users with a broad range of security needs.  The framework consists
   of the three exchanges for which different ticket types can be
   defined.  The ticket consists of a ticket policy as well as ticket
   data.  The ticket policy contains information intended for all
   parties involved whereas the ticket data is only intended for the
   party that resolves the ticket.  The ticket data could be a reference
   to information (keys etc.) stored by the key management service, it
   could contain all the information itself, or it could be a



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   combination of the two alternatives.  The format of the ticket data
   depends on the ticket type signaled in the ticket policy.  A ticket
   type called MIKEY base ticket is given in Appendix A and requirements
   regarding new ticket types are given in Section 10.

   As MIKEY-TICKET is based on [RFC3830], the same terminology,
   processing and considerations still apply unless otherwise stated.
   Just like in [RFC3830], the messages are integrity protected and
   encryption is only applied to the keys and not to the entire
   messages.  Depending on the mode, the KMS might operate as a KDC (Key
   Distribution Center) and supply the keys, as a KTC (Key Translation
   Center) and re-encode and forward keys supplied by the Initiator, or
   as a combination of the two.

4.1.1.  Modes

   Depending on the ticket type and the ticket policy, some of the
   exchanges might be optional or not used at all, see Figure 2.  If the
   ticket protection is based on a key known only by the KMS, both the
   Initiator and the Responder have to contact the KMS to request/
   resolve tickets (mode 1).  If the key used to protect the ticket is
   shared between the KMS and the Responder, the Ticket Resolve exchange
   can be omitted (similar to Kerberos), as the Responder can resolve
   the ticket without assistance from the KMS (mode 2).

      +---+                       +-----+                       +---+
      | I |                       | KMS |                       | R |
      +---+                       +-----+                       +---+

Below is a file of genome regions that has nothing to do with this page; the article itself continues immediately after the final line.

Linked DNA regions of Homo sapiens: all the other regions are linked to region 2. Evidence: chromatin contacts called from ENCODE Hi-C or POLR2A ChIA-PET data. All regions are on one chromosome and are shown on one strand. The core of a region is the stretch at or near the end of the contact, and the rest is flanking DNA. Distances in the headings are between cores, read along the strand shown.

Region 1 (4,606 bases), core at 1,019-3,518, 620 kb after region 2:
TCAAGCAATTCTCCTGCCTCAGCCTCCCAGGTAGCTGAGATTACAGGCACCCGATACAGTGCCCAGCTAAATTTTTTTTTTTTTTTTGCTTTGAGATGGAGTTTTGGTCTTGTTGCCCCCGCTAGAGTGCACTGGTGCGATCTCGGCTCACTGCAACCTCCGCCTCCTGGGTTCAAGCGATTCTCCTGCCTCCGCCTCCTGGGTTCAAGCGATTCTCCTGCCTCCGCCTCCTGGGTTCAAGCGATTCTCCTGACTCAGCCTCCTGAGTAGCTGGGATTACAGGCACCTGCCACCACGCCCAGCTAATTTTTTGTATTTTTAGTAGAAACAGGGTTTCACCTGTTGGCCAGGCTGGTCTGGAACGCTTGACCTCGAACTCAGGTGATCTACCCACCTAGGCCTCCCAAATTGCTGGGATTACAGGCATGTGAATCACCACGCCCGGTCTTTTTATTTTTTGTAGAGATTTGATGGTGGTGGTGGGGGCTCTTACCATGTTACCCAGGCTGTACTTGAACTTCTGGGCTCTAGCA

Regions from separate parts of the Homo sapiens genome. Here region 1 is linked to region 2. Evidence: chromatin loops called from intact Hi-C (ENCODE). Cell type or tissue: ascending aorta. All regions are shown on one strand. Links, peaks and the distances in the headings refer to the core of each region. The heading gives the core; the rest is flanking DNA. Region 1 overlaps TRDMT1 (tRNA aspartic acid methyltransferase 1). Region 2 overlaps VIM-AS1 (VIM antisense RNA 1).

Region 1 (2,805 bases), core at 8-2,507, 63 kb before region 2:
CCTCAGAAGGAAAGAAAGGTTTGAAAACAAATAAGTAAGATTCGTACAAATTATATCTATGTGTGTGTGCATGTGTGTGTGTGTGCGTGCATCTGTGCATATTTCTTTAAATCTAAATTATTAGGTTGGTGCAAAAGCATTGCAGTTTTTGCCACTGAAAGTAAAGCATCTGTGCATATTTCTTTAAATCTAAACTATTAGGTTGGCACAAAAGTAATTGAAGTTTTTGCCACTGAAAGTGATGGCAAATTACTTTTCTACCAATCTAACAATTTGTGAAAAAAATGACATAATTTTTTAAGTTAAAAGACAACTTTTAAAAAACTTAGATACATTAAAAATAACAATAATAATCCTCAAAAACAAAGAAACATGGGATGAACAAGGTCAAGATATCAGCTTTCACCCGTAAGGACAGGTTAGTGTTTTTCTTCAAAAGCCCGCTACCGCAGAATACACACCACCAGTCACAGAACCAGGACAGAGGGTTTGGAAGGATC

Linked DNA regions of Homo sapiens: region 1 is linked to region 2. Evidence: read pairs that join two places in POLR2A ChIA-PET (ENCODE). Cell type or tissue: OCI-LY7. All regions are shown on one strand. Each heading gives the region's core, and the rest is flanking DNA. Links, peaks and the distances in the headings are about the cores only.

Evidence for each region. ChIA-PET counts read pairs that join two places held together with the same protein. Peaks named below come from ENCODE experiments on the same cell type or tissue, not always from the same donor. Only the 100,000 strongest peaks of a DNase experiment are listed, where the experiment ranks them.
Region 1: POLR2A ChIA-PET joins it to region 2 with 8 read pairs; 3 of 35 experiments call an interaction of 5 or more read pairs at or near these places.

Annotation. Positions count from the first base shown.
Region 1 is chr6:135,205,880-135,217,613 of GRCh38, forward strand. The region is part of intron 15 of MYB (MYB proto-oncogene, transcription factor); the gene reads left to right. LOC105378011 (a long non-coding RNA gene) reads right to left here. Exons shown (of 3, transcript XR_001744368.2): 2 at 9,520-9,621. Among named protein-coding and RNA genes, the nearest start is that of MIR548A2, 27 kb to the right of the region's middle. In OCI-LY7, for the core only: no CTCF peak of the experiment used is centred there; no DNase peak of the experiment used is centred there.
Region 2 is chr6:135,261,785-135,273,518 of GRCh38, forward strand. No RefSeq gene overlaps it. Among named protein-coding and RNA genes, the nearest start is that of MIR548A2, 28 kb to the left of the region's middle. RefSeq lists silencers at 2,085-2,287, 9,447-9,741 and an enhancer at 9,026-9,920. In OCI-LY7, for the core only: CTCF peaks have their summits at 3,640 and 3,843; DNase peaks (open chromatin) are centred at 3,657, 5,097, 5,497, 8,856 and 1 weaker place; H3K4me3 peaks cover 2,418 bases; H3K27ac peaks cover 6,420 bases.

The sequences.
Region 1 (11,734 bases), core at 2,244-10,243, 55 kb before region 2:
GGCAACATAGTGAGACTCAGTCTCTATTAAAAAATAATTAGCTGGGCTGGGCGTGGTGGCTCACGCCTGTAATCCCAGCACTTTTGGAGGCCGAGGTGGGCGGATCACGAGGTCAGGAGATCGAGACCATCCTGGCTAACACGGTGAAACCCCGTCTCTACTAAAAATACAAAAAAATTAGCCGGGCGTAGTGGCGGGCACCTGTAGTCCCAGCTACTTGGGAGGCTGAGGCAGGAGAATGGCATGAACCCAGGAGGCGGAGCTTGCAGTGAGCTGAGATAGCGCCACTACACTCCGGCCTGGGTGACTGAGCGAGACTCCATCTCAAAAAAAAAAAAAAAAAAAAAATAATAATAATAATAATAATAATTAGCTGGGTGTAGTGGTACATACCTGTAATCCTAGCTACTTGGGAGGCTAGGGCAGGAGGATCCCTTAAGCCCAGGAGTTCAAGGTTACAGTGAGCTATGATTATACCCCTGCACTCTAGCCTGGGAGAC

Ticket Request
   (1)  <---------------------------->       Ticket Transfer
        <--------------------------------------------------------->
                                     <---------------------------->
                                             Ticket Resolve
                Ticket Request
   (2)  <---------------------------->       Ticket Transfer
        <--------------------------------------------------------->

                              Ticket Transfer
   (3)  <--------------------------------------------------------->
                                     <---------------------------->
                                             Ticket Resolve

                              Ticket Transfer
   (4)  <--------------------------------------------------------->

                              Figure 2: Modes

   If the key protecting the ticket is shared between the Initiator and



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   the KMS, the Ticket Request exchange can be omitted (similar to the
   Otway-Rees protocol [Otway-Rees]), as the Initiator can create the
   ticket without assistance from the KMS (mode 3).  If the key
   protecting the ticket is shared between the Initiator and the
   Responder, both the Ticket Request and Ticket Resolve exchanges can
   be omitted (mode 4).  This can be seen as a variation of the pre-
   shared key method of [RFC3830] with mutual key freshness guarantee.

   In mode 1 and 2 the Ticket Request can be omitted if the tickets are
   distributed in some other way.

4.2.  Exchanges

4.2.1.  Ticket Request

   This exchange is used by the Initiator to request keys and a ticket
   from a trusted KMS, with which the Initiator has pre-shared
   credentials.  The request contains information (e.g. participant
   identities, etc.) describing the session the ticket is intended to
   protect.  A full roundtrip is required for the Initiator to receive
   the ticket.  The initiation message REQUEST_INIT comes in two
   variants corresponding to the pre-shared key (PSK) and public-key
   (PK) methods of [RFC3830].  As this message MUST ensure the identity
   of the Initiator to the KMS, it SHALL be integrity protected via a
   MAC based on a pre-shared key or via a signature.  The response
   message REQUEST_RESP is the same for the two variants and SHALL be
   protected by using the pre-shared/envelope key indicated in the
   REQUEST_INIT message.

   Initiator                               KMS

   REQUEST_INIT_PSK =              ---->
   HDR, T, RANDi, [IDRi],
      [IDRkms], TP, [KEMAC],        <----  REQUEST_RESP =
      [IDRpsk], V                          HDR, T, [IDRkms],
                                              TICKET, KEMAC, V

   REQUEST_INIT_PK =               ---->
   HDR, T, RANDi, [IDRi], {CERTi},
      [IDRkms], TP, [KEMAC],        <----  REQUEST_RESP =
      [CHASH], PKE, SIGNi                  HDR, T, [IDRkms],
                                              TICKET, KEMAC, V

   In addition to the ticket, the Initiator receives keys, which it does
   not already know.  The ticket contains both session information and
   information needed to resolve the ticket later, see Section 6.9.





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4.2.1.1.  Common Components of the REQUEST_INIT Messages

   The REQUEST_INIT message MUST always include the Header (HDR),